Introduction to Cancer Genetics

author: Robert A. Weinberg, Department of Biology, Massachusetts Institute of Technology, MIT
published: Feb. 21, 2011,   recorded: June 2006,   views: 730
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During the human lifetime, there are 10 million billion cell divisions and each division represents, as Robert Weinberg puts it, “an opportunity for disaster, for chaos to occur.” The longer-lived the organism, the more likely it is that one cell eventually “will lose the ability to collaborate with its neighbors” in maintaining structure and function, and just start multiplying uncontrollably.

Weinberg and other researchers are delving at the molecular and genetic level to understand why and how this single cell begins to proliferate, leading over years and through different stages, to cancer. Weinberg offers a primer on the process of cancer formation, which he likens to Darwinian evolution but within the microcosm of human tissue.

Healthy organisms carry tumor suppressor genes, and proto-oncogenes. If these genes become corrupted somehow or prevented from functioning, the result may be cell proliferation. There are, unfortunately, lots of ways these genes become damaged: via a virus, or chromosomes changing places, or by chemical carcinogens, for instance. Weinberg describes how high rates of liver cancer in China were traced to a DNA-mutating mold found in damp rice, grain and fruit. Given the number of ways genetic alternations can come about, it’s a relief that as many as five changes are required to convert a normal human cell into a malignant one. “If single mutations sufficed, we would all be covered by tumors by age three. Our cells are wired to be highly resistant,” says Weinberg.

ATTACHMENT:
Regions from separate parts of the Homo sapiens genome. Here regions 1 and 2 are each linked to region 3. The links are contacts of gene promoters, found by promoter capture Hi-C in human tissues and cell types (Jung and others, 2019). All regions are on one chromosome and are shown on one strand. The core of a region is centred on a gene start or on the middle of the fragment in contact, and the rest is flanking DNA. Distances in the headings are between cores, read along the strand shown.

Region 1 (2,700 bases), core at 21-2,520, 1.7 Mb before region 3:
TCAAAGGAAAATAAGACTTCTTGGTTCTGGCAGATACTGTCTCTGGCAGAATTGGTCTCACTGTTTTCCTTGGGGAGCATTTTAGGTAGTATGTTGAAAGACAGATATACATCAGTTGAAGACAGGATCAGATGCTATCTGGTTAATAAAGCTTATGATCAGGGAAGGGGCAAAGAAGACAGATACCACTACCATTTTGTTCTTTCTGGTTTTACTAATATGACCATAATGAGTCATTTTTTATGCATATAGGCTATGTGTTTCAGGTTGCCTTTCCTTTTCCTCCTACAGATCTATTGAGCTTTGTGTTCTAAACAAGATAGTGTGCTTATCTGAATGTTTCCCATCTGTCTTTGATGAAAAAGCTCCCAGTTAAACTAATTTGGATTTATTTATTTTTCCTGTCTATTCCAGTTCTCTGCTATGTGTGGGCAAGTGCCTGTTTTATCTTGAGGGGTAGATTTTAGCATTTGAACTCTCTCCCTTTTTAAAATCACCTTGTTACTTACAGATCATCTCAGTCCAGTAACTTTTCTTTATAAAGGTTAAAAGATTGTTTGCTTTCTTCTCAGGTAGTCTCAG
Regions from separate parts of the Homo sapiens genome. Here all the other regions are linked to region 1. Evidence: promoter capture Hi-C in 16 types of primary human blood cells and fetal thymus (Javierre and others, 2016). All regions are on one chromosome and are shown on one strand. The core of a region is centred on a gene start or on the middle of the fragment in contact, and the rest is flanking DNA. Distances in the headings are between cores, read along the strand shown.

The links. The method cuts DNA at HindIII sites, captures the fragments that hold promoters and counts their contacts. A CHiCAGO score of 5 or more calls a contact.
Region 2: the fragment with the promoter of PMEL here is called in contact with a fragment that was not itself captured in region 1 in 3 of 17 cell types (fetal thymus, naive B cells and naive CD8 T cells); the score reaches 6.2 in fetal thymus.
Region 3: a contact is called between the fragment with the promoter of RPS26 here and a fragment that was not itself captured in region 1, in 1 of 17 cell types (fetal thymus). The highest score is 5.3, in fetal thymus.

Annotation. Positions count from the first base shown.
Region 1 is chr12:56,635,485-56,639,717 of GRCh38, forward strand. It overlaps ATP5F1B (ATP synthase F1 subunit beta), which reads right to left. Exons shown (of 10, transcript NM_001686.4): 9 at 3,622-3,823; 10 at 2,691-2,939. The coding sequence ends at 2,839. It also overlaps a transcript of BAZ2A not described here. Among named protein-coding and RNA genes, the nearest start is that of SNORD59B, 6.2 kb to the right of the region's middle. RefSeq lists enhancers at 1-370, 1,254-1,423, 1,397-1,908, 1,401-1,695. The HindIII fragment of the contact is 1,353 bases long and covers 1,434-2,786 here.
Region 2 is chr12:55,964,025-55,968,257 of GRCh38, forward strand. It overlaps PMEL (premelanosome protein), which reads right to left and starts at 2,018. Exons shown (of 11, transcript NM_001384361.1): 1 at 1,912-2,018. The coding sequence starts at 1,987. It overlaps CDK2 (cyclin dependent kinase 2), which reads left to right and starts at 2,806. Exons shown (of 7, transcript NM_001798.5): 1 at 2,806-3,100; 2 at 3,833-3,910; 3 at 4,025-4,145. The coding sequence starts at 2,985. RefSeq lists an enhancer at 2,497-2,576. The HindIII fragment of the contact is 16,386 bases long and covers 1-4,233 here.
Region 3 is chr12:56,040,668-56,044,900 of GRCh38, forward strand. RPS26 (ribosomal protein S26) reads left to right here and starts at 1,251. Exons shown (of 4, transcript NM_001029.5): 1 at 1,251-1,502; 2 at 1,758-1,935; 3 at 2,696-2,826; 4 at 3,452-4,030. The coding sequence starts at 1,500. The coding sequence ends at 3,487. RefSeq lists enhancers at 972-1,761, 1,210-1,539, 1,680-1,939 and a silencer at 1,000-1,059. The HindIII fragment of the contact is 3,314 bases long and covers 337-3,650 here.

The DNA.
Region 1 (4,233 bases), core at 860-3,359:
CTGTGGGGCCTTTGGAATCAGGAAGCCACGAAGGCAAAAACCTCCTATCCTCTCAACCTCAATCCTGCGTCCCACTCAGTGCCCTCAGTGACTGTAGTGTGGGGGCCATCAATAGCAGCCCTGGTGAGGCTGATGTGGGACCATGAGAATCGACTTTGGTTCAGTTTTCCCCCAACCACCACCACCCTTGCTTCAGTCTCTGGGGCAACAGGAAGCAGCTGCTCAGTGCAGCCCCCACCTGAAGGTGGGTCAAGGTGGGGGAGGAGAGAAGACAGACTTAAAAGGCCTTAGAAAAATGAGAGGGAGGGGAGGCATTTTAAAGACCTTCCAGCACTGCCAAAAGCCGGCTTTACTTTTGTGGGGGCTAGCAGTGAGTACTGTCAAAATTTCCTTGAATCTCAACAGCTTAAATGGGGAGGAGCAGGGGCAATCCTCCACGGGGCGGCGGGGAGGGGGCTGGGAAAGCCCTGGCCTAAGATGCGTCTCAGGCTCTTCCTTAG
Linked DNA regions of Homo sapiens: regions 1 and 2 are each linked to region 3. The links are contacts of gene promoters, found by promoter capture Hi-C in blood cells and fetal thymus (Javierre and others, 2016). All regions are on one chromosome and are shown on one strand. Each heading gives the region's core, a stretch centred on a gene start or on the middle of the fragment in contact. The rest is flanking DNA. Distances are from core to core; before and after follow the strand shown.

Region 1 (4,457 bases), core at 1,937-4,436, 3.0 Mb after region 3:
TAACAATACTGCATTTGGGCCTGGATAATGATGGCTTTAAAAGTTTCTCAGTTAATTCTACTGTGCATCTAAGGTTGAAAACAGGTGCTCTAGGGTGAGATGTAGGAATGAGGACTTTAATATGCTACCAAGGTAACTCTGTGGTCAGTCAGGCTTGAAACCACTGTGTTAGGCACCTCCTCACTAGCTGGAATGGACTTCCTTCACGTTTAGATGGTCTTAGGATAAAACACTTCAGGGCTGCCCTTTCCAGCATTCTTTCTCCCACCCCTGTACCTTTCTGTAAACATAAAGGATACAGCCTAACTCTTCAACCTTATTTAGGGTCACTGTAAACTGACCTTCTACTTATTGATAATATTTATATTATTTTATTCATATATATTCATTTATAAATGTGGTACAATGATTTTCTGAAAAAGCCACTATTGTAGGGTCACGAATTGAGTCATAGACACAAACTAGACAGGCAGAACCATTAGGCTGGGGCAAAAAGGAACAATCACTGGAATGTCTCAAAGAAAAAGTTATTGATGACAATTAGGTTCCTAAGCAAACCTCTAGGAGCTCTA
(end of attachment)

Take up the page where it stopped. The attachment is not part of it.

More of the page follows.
The latest cancer therapies attempt to capitalize on advancing knowledge of genetic and cellular networks. Weinberg points to two drugs that shut down growth stimulatory signals: Herceptin, which has proven very successful in a specific class of breast cancers, and Gleevec, for chronic myelogenous leukemia.

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